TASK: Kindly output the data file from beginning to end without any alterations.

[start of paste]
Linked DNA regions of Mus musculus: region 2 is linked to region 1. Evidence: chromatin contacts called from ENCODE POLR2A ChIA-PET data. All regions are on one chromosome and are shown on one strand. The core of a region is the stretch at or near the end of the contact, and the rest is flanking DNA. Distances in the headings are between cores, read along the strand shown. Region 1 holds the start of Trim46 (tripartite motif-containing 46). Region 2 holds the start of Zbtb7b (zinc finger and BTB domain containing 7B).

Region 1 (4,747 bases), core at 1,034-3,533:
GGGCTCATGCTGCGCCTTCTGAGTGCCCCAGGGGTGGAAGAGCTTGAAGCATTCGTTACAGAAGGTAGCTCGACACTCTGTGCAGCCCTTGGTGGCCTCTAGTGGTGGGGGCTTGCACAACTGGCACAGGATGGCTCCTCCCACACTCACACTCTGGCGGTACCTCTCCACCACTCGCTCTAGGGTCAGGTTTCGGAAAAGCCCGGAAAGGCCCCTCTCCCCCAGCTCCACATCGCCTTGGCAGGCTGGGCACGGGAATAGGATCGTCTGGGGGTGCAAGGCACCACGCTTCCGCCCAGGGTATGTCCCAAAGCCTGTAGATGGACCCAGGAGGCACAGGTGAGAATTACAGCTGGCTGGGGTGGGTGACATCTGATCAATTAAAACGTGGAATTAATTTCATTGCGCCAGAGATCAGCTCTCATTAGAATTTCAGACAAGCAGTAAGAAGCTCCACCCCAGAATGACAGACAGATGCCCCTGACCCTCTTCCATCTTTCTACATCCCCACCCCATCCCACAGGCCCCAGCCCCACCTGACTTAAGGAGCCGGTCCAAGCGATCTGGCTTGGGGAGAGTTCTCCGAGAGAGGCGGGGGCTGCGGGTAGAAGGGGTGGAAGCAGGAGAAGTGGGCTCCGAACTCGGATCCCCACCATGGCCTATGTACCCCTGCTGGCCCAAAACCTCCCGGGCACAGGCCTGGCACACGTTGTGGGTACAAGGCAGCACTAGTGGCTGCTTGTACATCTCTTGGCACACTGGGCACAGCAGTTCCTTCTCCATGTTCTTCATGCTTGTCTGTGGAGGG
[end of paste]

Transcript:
Linked DNA regions of Mus musculus: region 2 is linked to region 1. Evidence: chromatin contacts called from ENCODE POLR2A ChIA-PET data. All regions are on one chromosome and are shown on one strand. The core of a region is the stretch at or near the end of the contact, and the rest is flanking DNA. Distances in the headings are between cores, read along the strand shown. Region 1 holds the start of Trim46 (tripartite motif-containing 46). Region 2 holds the start of Zbtb7b (zinc finger and BTB domain containing 7B).

Region 1 (4,747 bases), core at 1,034-3,533:
GGGCTCATGCTGCGCCTTCTGAGTGCCCCAGGGGTGGAAGAGCTTGAAGCATTCGTTACAGAAGGTAGCTCGACACTCTGTGCAGCCCTTGGTGGCCTCTAGTGGTGGGGGCTTGCACAACTGGCACAGGATGGCTCCTCCCACACTCACACTCTGGCGGTACCTCTCCACCACTCGCTCTAGGGTCAGGTTTCGGAAAAGCCCGGAAAGGCCCCTCTCCCCCAGCTCCACATCGCCTTGGCAGGCTGGGCACGGGAATAGGATCGTCTGGGGGTGCAAGGCACCACGCTTCCGCCCAGGGTATGTCCCAAAGCCTGTAGATGGACCCAGGAGGCACAGGTGAGAATTACAGCTGGCTGGGGTGGGTGACATCTGATCAATTAAAACGTGGAATTAATTTCATTGCGCCAGAGATCAGCTCTCATTAGAATTTCAGACAAGCAGTAAGAAGCTCCACCCCAGAATGACAGACAGATGCCCCTGACCCTCTTCCATCTTTCTACATCCCCACCCCATCCCACAGGCCCCAGCCCCACCTGACTTAAGGAGCCGGTCCAAGCGATCTGGCTTGGGGAGAGTTCTCCGAGAGAGGCGGGGGCTGCGGGTAGAAGGGGTGGAAGCAGGAGAAGTGGGCTCCGAACTCGGATCCCCACCATGGCCTATGTACCCCTGCTGGCCCAAAACCTCCCGGGCACAGGCCTGGCACACGTTGTGGGTACAAGGCAGCACTAGTGGCTGCTTGTACATCTCTTGGCACACTGGGCACAGCAGTTCCTTCTCCATGTTCTTCATGCTTGTCTGTGGAGGG